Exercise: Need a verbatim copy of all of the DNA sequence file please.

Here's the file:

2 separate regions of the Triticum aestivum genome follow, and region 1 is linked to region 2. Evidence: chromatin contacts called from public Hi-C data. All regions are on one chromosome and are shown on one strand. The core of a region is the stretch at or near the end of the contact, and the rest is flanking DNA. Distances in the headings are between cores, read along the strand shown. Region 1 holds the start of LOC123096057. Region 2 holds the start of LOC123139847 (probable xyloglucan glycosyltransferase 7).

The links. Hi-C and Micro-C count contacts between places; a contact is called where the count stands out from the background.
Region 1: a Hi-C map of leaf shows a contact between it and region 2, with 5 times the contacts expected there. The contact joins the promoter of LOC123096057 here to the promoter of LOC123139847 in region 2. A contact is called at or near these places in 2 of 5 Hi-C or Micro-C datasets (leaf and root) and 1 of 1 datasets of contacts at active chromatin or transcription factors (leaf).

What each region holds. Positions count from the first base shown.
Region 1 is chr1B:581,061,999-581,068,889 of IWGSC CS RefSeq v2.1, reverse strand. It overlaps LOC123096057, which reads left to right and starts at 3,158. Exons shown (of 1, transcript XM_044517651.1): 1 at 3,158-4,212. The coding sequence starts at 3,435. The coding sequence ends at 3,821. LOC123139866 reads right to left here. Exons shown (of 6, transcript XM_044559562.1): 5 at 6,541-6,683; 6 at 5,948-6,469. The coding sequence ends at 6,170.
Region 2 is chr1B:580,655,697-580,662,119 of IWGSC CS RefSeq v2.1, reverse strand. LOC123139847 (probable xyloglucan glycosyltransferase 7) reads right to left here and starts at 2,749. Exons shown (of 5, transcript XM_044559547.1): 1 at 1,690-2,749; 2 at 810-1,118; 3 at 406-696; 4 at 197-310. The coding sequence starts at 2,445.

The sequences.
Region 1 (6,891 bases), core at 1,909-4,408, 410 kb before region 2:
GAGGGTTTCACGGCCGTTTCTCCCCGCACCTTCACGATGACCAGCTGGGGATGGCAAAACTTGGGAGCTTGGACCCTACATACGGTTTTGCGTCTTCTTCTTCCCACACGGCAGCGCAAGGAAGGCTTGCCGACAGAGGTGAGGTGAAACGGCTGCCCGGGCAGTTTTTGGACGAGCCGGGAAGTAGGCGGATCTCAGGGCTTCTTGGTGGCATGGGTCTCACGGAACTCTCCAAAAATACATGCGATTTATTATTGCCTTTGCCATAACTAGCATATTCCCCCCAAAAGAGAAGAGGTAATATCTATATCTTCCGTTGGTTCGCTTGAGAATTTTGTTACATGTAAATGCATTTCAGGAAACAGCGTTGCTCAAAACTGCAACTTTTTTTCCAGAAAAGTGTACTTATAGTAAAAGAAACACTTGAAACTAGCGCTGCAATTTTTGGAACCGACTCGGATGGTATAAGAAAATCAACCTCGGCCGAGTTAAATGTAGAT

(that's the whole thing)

2 separate regions of the Triticum aestivum genome follow, and region 1 is linked to region 2. Evidence: chromatin contacts called from public Hi-C data. All regions are on one chromosome and are shown on one strand. The core of a region is the stretch at or near the end of the contact, and the rest is flanking DNA. Distances in the headings are between cores, read along the strand shown. Region 1 holds the start of LOC123096057. Region 2 holds the start of LOC123139847 (probable xyloglucan glycosyltransferase 7).

The links. Hi-C and Micro-C count contacts between places; a contact is called where the count stands out from the background.
Region 1: a Hi-C map of leaf shows a contact between it and region 2, with 5 times the contacts expected there. The contact joins the promoter of LOC123096057 here to the promoter of LOC123139847 in region 2. A contact is called at or near these places in 2 of 5 Hi-C or Micro-C datasets (leaf and root) and 1 of 1 datasets of contacts at active chromatin or transcription factors (leaf).

What each region holds. Positions count from the first base shown.
Region 1 is chr1B:581,061,999-581,068,889 of IWGSC CS RefSeq v2.1, reverse strand. It overlaps LOC123096057, which reads left to right and starts at 3,158. Exons shown (of 1, transcript XM_044517651.1): 1 at 3,158-4,212. The coding sequence starts at 3,435. The coding sequence ends at 3,821. LOC123139866 reads right to left here. Exons shown (of 6, transcript XM_044559562.1): 5 at 6,541-6,683; 6 at 5,948-6,469. The coding sequence ends at 6,170.
Region 2 is chr1B:580,655,697-580,662,119 of IWGSC CS RefSeq v2.1, reverse strand. LOC123139847 (probable xyloglucan glycosyltransferase 7) reads right to left here and starts at 2,749. Exons shown (of 5, transcript XM_044559547.1): 1 at 1,690-2,749; 2 at 810-1,118; 3 at 406-696; 4 at 197-310. The coding sequence starts at 2,445.

The sequences.
Region 1 (6,891 bases), core at 1,909-4,408, 410 kb before region 2:
GAGGGTTTCACGGCCGTTTCTCCCCGCACCTTCACGATGACCAGCTGGGGATGGCAAAACTTGGGAGCTTGGACCCTACATACGGTTTTGCGTCTTCTTCTTCCCACACGGCAGCGCAAGGAAGGCTTGCCGACAGAGGTGAGGTGAAACGGCTGCCCGGGCAGTTTTTGGACGAGCCGGGAAGTAGGCGGATCTCAGGGCTTCTTGGTGGCATGGGTCTCACGGAACTCTCCAAAAATACATGCGATTTATTATTGCCTTTGCCATAACTAGCATATTCCCCCCAAAAGAGAAGAGGTAATATCTATATCTTCCGTTGGTTCGCTTGAGAATTTTGTTACATGTAAATGCATTTCAGGAAACAGCGTTGCTCAAAACTGCAACTTTTTTTCCAGAAAAGTGTACTTATAGTAAAAGAAACACTTGAAACTAGCGCTGCAATTTTTGGAACCGACTCGGATGGTATAAGAAAATCAACCTCGGCCGAGTTAAATGTAGAT